statement of 5 year old child a to the prosecutor
Statement of 5-year-old Child A to the Prosecutor

Child A repeated the allegations she had made to the police officer, and provided additional details, e.g., description of “Jimmy’s” residence, the clothes she was wearing, the rug he placed her on before performing oral sex on her, etc.

during their deposition two of the three girls recanted their sexual abuse allegations
During their Deposition, two of the three girls RECANTED their sexual abuse allegations

Excerpt from deposition of Child A

deposition of 5 year old child a
Deposition of 5-year-old Child A

Denied ever being in Jimmy’s bathroom

Denied ever telling mom or anyone else that Jimmy did something bad

Denied anybody tried to take her pants off

Denied anyone touched her private

Denied telling the police officer that Jimmy put her on the rug and licked her private:

“He never did that”


In Most Jurisdictions (including Florida), Courts Allow ‘Rehabilitative Testimony’ to Inform Jurors that Recantation is Not Uncommon Among Sexually Abused Children


Caveats on Rehabilitative (Rebuttal) Testimony From “Expert Testimony Offered to Rehabilitate A Child’s Credibility” in Myers on Evidence in Child, Domestic and Elder Abuse Cases (2005)

Should only be introduced AFTER the defense suggests that the child’s abuse allegations are not credible because the child denied or recanted at some point

The Expert Witness can explain that recantation is not uncommon among sexually abused children and can explain why some sexually abused children recant their valid allegations--but should avoid referring directly to the alleged victim(s) in the case at hand

But, the Expert Witness cannot comment on the credibility or truthfulness of the alleged victim

st vs james heuss the trial
St. vs. James HeussThe Trial

All three girls testified that Jimmy had sexually abused them

The Defense argued that the girls’ abuse allegations were not credible because they had recanted during their deposition

Dr. Reed provided ‘Rehabilitative Testimony’ explaining that recantation is not uncommon among sexually abused children in general, and explained why some victims recant

st vs james heuss the trial verdict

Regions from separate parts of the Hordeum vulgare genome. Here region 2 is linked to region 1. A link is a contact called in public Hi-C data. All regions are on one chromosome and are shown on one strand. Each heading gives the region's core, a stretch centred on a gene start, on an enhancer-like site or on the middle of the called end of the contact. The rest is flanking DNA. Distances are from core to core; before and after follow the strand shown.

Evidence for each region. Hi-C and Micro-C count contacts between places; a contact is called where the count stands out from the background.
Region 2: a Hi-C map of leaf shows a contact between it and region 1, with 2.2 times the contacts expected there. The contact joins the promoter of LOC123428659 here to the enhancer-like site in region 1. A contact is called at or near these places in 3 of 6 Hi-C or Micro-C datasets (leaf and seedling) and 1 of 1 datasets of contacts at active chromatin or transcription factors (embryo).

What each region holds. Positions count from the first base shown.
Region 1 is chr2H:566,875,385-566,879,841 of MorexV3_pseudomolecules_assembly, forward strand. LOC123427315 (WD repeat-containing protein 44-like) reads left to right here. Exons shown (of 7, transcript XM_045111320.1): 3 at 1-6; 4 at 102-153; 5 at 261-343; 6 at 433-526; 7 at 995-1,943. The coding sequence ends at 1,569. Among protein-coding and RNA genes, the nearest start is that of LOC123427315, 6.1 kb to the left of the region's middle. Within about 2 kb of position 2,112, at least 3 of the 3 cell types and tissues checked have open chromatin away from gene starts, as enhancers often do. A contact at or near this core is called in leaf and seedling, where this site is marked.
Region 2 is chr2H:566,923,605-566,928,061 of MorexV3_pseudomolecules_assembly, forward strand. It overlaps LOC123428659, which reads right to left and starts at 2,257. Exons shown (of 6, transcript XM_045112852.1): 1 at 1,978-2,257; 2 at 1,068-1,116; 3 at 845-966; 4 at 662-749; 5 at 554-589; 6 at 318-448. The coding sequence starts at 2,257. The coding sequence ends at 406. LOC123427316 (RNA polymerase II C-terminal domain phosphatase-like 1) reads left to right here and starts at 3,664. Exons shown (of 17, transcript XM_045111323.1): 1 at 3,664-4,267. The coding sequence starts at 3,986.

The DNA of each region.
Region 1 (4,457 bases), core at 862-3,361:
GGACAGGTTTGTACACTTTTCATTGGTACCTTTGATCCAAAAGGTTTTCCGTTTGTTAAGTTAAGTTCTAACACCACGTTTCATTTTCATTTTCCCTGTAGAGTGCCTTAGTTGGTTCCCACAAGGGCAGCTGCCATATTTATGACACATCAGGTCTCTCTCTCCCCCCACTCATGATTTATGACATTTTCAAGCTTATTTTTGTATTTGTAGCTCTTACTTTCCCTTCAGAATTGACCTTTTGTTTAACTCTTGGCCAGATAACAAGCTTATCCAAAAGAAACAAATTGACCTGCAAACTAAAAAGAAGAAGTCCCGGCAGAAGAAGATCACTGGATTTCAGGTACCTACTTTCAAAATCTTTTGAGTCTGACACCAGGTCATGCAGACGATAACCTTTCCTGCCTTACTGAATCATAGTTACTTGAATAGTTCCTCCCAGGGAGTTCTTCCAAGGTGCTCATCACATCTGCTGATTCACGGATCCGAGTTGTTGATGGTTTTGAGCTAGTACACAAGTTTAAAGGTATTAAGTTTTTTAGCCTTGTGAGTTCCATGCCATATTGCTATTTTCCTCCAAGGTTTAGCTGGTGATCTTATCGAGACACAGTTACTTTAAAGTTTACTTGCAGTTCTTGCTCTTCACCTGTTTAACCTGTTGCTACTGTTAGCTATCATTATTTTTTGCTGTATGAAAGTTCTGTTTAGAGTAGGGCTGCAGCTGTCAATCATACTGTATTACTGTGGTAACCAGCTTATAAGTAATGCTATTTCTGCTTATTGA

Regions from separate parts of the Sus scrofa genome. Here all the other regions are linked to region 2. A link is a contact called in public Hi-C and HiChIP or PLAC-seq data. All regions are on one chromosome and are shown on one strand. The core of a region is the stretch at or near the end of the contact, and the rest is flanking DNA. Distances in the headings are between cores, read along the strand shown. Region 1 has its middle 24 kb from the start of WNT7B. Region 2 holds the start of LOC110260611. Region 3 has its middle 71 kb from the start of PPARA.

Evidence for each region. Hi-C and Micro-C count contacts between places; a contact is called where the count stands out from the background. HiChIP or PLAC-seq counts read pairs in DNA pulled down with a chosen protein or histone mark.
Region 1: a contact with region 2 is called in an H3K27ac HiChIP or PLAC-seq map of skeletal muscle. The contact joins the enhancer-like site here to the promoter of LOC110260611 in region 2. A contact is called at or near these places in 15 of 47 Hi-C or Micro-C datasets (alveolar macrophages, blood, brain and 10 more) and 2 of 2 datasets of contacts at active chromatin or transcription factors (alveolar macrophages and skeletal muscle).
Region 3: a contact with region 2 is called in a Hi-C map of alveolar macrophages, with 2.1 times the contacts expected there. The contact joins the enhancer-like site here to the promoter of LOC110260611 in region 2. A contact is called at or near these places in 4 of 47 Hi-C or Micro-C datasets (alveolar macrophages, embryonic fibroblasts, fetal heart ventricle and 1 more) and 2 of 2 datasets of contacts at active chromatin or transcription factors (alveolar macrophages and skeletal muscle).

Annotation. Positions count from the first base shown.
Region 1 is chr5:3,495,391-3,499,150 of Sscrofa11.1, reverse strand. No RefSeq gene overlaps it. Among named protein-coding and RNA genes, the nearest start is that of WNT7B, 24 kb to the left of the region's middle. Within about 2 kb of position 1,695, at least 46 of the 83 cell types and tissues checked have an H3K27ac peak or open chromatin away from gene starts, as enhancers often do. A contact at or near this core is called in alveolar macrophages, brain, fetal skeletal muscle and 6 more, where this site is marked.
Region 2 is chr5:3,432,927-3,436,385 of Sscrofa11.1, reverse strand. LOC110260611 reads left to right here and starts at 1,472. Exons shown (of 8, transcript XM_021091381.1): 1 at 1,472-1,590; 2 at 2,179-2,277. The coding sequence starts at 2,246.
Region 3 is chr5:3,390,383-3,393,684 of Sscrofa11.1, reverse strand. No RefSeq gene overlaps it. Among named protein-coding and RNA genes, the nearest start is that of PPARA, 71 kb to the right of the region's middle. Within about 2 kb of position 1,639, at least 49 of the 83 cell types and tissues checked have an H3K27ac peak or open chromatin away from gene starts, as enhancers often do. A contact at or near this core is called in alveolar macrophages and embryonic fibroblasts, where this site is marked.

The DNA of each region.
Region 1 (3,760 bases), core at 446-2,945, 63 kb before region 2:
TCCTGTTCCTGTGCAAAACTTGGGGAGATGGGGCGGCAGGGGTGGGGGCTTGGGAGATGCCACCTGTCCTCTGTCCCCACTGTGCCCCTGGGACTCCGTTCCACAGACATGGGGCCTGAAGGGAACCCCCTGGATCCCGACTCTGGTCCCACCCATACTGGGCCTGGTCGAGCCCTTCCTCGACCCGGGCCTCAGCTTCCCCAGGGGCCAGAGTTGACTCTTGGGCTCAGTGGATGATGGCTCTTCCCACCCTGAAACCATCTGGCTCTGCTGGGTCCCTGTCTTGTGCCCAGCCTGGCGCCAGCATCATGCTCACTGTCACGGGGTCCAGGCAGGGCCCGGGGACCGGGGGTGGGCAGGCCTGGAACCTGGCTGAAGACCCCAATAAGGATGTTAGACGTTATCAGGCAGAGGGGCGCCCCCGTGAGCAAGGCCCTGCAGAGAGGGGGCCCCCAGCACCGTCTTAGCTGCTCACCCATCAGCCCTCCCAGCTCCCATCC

St. vs. James HeussThe Trial Verdict

Guilty on all charges: two counts of sexual battery and one count of lewd assault

Defense appealed the guilty verdicts arguing, in part, that the Expert Witness improperly ‘vouched’ for the children’s credibility

st vs james heuss the appellate court ruling
St. vs. James Heuss The Appellate Court Ruling

The 4th DCA (FL) found that the Expert Witness had not commented on the victims’ credibility and had discussed the recantation phenomenon in general terms without referring specifically to the alleged victims in this case, which is permissible

Heuss’ conviction was UPHELD by the 4th DCA

jimmy heuss where is he today
Jimmy HeussWhere is he today?

Heuss is serving two consecutive life sentences without parole

many sexually abused children provide inconsistent contradictory statements about their abuse
Many sexually abused children provide inconsistent & contradictory statements about their abuse

Since a substantial portion of sexually abused children go through various stages of disclosure (e.g., denial, minimization, progressively disclosing more abuse, recanting their abuse allegation) inconsistencies and contradictions in their accounts are not uncommon and do not “prove” that sexual abuse did not occur


Under certain conditions, Florida Courts accept ‘rehabilitative testimony’ by experts to explain why child sexual abuse victims sometimes:delay in reporting the abuserecant their earlier abuse allegationsprovide inconsistent statements

  • Do rely solely on the expert’s professional training and experience (i.e., “pure opinion”)
  • Do refer only to sexually abused children in general (and not to the alleged victim)

Recent Florida Case Law Supporting the Use of Expert Rehabilitative Testimony Regarding Common Behaviors Seen Among Sexually Abused Children (e.g., delayed disclosure, initial denial, peace meal disclosure

oliver v state 977 so 2d 673 677 5th dca 2008
Oliver v. State, 977 So.2d 673, 677 (5th DCA 2008)

“[The psychologist] testified that although there was “no single post sexual abuse syndrome” and “no way to look at a child and say this child's been sexually abused,” there were some typical behaviors. These included (1) the victim's desire to act “hyper-normal” after being sexually abused; (2) denying sexual abuse at first; (3) delaying disclosure; (4) disclosing the facts in piecemeal fashion; and (5) the victim's attempts to control their emotions . . . In this case, Dr. Dikel carefully couched his testimony solely in relation to his professional experience. Thus, it was pure opinion testimony not subject to Frye.”

baugh v state 28 fla l weekly d 2511 2 nd dca fla 2003 victim recants at trial
Baugh v. State 28 Fla. L. Weekly D 2511 (2nd DCA Fla. 2003) Victim Recants at Trial

Defendant was accused of making his girlfriend's daughter perform oral sex on him. At trial, the evidence was almost exclusively pretrial unsworn hearsay statements by the child victim, which were admitted under Fla. Stat. ch. 90.803(23) (2000). Defendant admitted to having wanted the victim to perform oral sex, but he contended this was said in the heat of an argument to incite the mother. The victim's in-court testimony directly contradicted the earlier statements [victim RECANTED]. However, the State presented evidence to corroborate the victim's initial statements, such as defendant's immediate suicide attempt and statements by him that he had engaged in witness tampering. Defendant was convicted and he appealed. The court held that the prior statements, on their own, were insufficient to sustain the conviction. However, the other evidenceallowed the inference of defendant having committed the crime.The conviction was upheld!